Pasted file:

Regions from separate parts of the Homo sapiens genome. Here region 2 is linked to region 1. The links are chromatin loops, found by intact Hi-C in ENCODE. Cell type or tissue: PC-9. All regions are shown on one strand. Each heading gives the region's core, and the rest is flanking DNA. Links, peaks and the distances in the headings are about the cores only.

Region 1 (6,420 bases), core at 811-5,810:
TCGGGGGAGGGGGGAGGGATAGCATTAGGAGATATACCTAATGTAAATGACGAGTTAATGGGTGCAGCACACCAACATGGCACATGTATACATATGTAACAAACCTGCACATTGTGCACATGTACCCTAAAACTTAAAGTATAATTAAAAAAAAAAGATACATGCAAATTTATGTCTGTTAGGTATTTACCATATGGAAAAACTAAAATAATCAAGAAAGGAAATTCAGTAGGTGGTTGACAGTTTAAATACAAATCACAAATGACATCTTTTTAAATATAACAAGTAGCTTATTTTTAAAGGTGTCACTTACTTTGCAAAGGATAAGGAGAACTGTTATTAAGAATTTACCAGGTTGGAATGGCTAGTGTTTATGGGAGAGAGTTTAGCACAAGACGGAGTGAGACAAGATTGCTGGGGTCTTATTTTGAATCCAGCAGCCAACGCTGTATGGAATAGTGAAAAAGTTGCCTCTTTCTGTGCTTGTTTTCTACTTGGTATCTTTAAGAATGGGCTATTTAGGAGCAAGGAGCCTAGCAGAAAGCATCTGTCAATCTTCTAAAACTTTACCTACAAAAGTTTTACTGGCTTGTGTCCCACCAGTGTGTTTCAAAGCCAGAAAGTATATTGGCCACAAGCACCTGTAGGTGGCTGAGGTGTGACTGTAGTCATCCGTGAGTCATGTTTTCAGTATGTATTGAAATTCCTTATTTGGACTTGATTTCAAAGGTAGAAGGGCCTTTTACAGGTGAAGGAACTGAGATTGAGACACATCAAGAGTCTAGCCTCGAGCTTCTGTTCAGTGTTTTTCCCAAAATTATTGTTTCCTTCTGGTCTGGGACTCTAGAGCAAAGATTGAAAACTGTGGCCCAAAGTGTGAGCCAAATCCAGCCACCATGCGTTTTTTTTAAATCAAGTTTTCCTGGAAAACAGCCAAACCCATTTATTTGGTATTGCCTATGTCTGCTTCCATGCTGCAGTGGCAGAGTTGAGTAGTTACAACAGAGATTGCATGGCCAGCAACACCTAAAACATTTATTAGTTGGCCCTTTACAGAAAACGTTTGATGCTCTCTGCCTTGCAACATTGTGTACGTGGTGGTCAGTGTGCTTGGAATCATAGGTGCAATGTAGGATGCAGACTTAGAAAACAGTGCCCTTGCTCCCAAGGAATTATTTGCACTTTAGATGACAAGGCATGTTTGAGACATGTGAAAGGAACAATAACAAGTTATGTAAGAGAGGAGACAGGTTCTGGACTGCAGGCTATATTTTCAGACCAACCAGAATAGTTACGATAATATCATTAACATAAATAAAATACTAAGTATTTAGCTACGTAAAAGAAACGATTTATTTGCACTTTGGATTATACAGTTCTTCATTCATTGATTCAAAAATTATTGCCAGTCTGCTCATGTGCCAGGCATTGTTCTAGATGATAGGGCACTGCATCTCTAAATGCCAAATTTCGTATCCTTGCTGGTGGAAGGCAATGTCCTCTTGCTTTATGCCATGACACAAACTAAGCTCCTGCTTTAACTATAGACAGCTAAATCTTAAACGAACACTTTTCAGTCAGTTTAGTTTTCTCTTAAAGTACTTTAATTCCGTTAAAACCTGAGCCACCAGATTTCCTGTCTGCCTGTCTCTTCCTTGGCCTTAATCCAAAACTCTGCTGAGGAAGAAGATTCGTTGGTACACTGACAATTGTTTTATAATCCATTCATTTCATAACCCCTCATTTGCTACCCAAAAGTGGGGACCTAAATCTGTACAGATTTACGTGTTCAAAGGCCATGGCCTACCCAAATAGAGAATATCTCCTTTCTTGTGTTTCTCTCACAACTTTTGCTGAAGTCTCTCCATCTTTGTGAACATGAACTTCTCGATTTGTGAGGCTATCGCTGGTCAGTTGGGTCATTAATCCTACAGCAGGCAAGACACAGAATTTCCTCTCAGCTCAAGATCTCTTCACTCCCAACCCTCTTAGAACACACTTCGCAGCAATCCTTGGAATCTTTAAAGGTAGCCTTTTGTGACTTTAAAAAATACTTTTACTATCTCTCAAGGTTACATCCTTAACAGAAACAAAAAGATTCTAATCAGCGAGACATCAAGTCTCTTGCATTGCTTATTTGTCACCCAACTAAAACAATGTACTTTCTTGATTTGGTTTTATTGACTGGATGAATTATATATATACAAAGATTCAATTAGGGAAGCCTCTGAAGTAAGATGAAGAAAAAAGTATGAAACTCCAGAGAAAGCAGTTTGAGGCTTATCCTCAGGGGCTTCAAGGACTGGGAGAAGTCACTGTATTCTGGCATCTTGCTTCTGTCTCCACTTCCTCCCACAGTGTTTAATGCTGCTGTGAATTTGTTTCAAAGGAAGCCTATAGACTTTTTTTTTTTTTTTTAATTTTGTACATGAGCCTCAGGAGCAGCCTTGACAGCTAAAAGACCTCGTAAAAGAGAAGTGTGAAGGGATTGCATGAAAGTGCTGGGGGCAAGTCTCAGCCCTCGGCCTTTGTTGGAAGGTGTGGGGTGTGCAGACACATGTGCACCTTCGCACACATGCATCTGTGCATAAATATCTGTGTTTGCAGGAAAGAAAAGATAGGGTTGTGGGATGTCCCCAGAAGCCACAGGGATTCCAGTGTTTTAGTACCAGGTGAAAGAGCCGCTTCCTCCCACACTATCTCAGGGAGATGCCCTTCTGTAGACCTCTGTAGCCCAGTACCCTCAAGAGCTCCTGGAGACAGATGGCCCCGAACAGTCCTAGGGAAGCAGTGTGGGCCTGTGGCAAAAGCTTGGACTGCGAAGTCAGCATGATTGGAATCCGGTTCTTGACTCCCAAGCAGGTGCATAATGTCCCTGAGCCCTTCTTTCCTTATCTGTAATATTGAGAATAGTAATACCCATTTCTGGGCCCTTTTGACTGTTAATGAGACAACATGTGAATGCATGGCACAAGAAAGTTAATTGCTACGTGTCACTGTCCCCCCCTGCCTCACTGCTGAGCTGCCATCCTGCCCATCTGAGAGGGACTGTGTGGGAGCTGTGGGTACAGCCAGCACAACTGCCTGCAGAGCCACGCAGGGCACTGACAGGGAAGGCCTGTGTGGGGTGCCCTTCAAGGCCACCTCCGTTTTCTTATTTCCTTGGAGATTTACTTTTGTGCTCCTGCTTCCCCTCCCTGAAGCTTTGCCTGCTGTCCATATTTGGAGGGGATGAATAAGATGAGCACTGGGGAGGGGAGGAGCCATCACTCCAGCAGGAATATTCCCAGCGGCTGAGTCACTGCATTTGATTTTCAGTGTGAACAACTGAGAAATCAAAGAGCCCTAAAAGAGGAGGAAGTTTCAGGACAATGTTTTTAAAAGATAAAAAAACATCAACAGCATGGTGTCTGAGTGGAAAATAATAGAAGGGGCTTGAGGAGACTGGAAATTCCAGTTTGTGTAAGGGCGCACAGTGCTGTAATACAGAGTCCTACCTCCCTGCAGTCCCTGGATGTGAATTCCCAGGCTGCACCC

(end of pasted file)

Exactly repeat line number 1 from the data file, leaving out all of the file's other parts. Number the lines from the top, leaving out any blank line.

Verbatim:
Regions from separate parts of the Homo sapiens genome. Here region 2 is linked to region 1. The links are chromatin loops, found by intact Hi-C in ENCODE. Cell type or tissue: PC-9. All regions are shown on one strand. Each heading gives the region's core, and the rest is flanking DNA. Links, peaks and the distances in the headings are about the cores only.